Abstract: Examining the Role of Gender in the Association between Medication Assisted Treatment and Treatment Completion Among Emerging Adults (Society for Social Work and Research 27th Annual Conference - Social Work Science and Complex Problems: Battling Inequities + Building Solutions)

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Examining the Role of Gender in the Association between Medication Assisted Treatment and Treatment Completion Among Emerging Adults

Friday, January 13, 2023
Hospitality 2 - Room 444, 4th Level (Sheraton Phoenix Downtown)
* noted as presenting author
Mariam Fatehi, MSW, Ph.D. Student and Research Assistant, The University of Georgia, Athens, GA
Orion Mowbray, PhD, Associate Professor, University of Georgia, Athens, GA
Background and Purpose: Emerging adults aged 18 to 29 with opioid use disorders (OUD) have the lowest treatment engagement and retention compared to any other age group. Understanding effective factors to complete the treatment process among emerging adults who seek treatment is imperative in effectively addressing OUD. Emerging adults are in a unique biopsychosocial developmental phase and the receipt of medication assisted treatment (MAT) for emerging adults with OUD needs further investigation. In this study, we examined factors associated with treatment completion among emerging adults with OUD in outpatient settings. We also examined the role gender plays in receiving MAT and completing treatment.

Method: Data is from the 2019 Treatment Episode Data Set Discharges (TEDS-D), including all emerging adults with opiate use disorders seeking substance use treatment in outpatient treatment settings (N = 28,515). Measures include dichotomous indicators of treatment completion (vs. drop out), receipt of MAT, co-occurring mental health or substance use disorders, and prior treatment episodes. Additional measures in the TEDS-D include age, gender (male/female), race/ethnicity, and education. A multivariate logistic regression examined associations with treatment completion and the variables described above.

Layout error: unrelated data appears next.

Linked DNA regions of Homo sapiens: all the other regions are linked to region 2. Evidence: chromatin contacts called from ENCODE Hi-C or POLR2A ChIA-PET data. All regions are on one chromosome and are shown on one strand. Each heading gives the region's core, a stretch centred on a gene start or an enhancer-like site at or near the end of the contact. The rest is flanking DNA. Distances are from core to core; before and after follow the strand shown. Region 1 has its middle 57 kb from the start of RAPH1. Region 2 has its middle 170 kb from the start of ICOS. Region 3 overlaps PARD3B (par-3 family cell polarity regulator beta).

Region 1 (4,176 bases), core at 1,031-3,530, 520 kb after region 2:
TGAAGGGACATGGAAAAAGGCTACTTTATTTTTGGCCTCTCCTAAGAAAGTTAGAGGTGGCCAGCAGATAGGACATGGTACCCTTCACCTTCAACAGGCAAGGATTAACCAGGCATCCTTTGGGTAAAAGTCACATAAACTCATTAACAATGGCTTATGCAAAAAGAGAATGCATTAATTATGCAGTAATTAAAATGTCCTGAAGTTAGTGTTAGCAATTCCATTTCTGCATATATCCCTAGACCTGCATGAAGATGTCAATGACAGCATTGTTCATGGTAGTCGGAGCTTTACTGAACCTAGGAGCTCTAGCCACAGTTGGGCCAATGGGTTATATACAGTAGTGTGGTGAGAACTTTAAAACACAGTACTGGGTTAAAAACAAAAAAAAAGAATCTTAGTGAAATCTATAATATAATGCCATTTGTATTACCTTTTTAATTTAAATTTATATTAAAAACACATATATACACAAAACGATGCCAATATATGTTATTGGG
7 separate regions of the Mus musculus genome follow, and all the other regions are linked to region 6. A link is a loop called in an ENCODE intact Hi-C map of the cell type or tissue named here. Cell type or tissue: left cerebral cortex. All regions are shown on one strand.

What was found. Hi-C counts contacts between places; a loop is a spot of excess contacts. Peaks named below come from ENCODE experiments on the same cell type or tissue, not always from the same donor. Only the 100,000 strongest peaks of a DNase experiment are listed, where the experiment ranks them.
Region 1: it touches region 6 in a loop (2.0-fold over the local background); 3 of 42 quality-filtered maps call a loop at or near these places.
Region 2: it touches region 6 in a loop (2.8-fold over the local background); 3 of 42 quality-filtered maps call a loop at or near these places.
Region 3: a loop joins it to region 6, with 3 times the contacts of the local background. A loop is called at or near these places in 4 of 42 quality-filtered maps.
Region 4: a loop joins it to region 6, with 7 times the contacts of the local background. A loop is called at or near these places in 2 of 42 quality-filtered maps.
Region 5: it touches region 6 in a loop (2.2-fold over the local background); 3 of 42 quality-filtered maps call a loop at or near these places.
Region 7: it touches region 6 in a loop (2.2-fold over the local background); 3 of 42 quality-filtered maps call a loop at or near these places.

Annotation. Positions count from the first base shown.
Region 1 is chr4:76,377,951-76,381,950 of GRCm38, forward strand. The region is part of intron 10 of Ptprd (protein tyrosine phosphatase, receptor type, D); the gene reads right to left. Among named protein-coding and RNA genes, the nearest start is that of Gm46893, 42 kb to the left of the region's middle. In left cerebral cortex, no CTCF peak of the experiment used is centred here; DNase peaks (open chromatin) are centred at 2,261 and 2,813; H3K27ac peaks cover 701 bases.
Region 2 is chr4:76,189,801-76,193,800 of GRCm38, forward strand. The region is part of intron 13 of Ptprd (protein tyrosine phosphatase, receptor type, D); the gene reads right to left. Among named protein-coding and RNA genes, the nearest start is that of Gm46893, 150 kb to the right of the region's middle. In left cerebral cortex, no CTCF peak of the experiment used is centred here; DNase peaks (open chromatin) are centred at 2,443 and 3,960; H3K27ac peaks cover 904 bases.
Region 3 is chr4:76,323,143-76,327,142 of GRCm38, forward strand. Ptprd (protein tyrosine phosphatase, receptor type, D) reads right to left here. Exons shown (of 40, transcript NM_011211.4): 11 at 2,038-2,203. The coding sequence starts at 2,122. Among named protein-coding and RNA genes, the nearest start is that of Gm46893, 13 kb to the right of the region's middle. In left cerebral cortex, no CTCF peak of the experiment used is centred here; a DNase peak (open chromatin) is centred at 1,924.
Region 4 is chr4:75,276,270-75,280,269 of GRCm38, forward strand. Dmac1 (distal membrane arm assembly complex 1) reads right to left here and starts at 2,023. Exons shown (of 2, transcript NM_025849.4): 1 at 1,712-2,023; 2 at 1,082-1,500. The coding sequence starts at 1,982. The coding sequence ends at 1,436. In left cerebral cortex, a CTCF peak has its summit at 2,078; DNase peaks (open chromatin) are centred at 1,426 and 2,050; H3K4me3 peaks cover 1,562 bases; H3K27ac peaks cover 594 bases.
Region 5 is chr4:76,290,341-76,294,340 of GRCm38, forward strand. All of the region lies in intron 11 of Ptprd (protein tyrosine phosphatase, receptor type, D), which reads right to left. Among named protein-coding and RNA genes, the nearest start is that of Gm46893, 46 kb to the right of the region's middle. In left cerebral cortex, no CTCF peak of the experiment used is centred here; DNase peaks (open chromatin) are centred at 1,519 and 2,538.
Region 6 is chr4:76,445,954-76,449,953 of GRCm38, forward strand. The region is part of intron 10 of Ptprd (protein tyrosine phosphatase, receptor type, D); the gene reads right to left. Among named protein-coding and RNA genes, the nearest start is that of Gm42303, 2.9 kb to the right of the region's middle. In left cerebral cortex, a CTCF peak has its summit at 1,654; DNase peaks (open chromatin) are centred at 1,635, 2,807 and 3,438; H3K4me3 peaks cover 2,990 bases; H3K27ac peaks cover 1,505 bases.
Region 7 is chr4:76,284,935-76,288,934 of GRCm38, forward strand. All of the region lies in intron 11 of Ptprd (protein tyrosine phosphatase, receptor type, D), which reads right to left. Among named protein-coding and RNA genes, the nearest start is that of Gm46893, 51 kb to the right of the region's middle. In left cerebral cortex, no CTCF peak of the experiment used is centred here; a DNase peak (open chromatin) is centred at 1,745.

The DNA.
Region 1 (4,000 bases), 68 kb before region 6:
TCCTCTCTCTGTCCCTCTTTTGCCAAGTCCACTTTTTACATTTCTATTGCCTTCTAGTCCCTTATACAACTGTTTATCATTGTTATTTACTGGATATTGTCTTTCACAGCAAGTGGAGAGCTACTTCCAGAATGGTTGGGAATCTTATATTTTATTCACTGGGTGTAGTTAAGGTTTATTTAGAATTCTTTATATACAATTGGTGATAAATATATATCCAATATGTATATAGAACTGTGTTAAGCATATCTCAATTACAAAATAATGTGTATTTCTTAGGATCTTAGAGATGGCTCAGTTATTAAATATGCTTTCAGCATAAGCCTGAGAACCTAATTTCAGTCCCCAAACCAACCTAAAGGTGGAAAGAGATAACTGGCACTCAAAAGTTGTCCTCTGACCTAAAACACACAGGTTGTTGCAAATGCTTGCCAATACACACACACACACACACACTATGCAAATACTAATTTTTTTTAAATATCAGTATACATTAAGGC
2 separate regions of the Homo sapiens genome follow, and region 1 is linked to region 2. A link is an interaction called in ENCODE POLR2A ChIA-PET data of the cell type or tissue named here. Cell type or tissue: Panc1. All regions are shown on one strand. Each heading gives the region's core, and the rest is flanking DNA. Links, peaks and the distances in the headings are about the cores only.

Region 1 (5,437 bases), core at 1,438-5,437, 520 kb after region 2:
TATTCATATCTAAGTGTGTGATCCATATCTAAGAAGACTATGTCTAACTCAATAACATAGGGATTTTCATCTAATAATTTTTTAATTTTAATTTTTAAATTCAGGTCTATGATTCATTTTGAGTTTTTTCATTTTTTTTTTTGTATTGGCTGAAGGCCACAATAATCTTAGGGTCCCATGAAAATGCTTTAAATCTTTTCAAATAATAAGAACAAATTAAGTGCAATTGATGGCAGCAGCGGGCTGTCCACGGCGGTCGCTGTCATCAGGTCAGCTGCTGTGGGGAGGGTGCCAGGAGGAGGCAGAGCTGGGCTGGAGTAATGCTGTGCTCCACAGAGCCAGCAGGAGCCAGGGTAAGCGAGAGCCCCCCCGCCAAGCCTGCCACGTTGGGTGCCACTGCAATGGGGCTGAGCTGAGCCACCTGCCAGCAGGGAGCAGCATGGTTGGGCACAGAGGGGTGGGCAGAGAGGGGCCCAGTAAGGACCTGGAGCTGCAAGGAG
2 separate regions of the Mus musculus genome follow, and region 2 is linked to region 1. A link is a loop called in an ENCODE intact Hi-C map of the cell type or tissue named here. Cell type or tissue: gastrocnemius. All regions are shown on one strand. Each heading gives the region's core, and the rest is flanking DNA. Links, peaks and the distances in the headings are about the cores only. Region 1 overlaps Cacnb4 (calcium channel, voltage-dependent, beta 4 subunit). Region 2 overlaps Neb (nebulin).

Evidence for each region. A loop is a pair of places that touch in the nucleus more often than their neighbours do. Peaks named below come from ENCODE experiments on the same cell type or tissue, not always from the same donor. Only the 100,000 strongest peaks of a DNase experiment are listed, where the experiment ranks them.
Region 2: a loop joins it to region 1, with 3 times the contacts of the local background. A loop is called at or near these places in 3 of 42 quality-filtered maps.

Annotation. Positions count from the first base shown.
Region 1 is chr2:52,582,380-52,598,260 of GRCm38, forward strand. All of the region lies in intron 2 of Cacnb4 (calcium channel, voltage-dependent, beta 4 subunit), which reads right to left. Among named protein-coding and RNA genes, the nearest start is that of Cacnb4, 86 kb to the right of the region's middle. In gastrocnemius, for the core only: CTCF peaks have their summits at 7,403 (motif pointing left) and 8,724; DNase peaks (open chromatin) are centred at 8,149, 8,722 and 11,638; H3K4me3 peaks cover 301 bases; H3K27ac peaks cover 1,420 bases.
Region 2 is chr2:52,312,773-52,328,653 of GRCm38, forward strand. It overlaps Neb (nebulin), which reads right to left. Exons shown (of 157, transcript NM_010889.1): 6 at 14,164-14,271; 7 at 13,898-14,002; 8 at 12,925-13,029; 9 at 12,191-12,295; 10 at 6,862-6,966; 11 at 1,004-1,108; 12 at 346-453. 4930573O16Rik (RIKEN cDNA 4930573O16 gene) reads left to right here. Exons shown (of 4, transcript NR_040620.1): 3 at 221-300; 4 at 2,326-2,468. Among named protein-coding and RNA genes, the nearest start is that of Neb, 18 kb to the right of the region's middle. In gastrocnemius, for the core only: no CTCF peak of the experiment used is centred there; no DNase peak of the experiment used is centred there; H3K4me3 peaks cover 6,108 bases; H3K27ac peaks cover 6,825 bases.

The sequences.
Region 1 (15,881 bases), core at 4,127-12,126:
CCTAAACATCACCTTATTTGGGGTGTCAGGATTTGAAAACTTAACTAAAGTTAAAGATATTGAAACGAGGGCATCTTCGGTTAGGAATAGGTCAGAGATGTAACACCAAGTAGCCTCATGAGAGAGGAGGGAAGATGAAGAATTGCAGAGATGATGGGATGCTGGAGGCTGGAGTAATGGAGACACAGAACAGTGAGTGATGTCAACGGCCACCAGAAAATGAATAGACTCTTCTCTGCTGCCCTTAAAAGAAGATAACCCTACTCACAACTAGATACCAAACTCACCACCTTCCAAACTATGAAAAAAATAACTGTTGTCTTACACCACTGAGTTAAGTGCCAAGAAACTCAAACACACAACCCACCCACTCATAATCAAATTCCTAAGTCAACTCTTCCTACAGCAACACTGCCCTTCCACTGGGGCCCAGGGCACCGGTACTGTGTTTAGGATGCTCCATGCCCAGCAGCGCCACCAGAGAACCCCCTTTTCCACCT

Results: About 42% of the sample completed their treatment. A multivariate logistic regression model showed that the odds of treatment completion was higher among individuals between ages 21-24 (OR = 1.27, p<.01) and 25-29 (OR = 1.31, p < .01) compared to individuals between ages 18-20. Individuals who were Black/African American had lower odds of completion compared to White non-Hispanic individuals (OR = 0.69, p <.01). Individuals with a college or high school education degree had higher odds than those with no high school degree or GED (OR = 1.27, p < .01). Women showed lower odds in completing treatment compared to men (OR = .92, p < .01). Individuals who did not received MAT (OR = 1.99, p < .01) showed higher odds in completing treatment. Results also show that individuals with a history of prior treatment (OR = 1.18, p < .01) had higher odds of completing treatment compared with those with no history of treatment. Persons who did not have a co-occurring mental health or substance use disorder had lower odds of completing treatment (OR = .98, p< .01). The relationship between treatment completion and receiving MAT was moderated by gender. Men who received MAT had higher odds of treatment completion compared to women who received MAT. Men and Women who did not receive MAT had no difference in odds of completion.

Conclusions and Implications: While research shows that MAT can assist in successfully treating OUD, this study highlights that the differences that MAT may play in treatment completion among emerging adults who are men and women. Researchers should focus attention on other associations that impact the effect of MAT on the successful opioid treatment process. Also, further research should examine within-group differences that impact treatment completion and the medication interventions for this population, including more broad constructions of gender, gender identity, and sexual preference.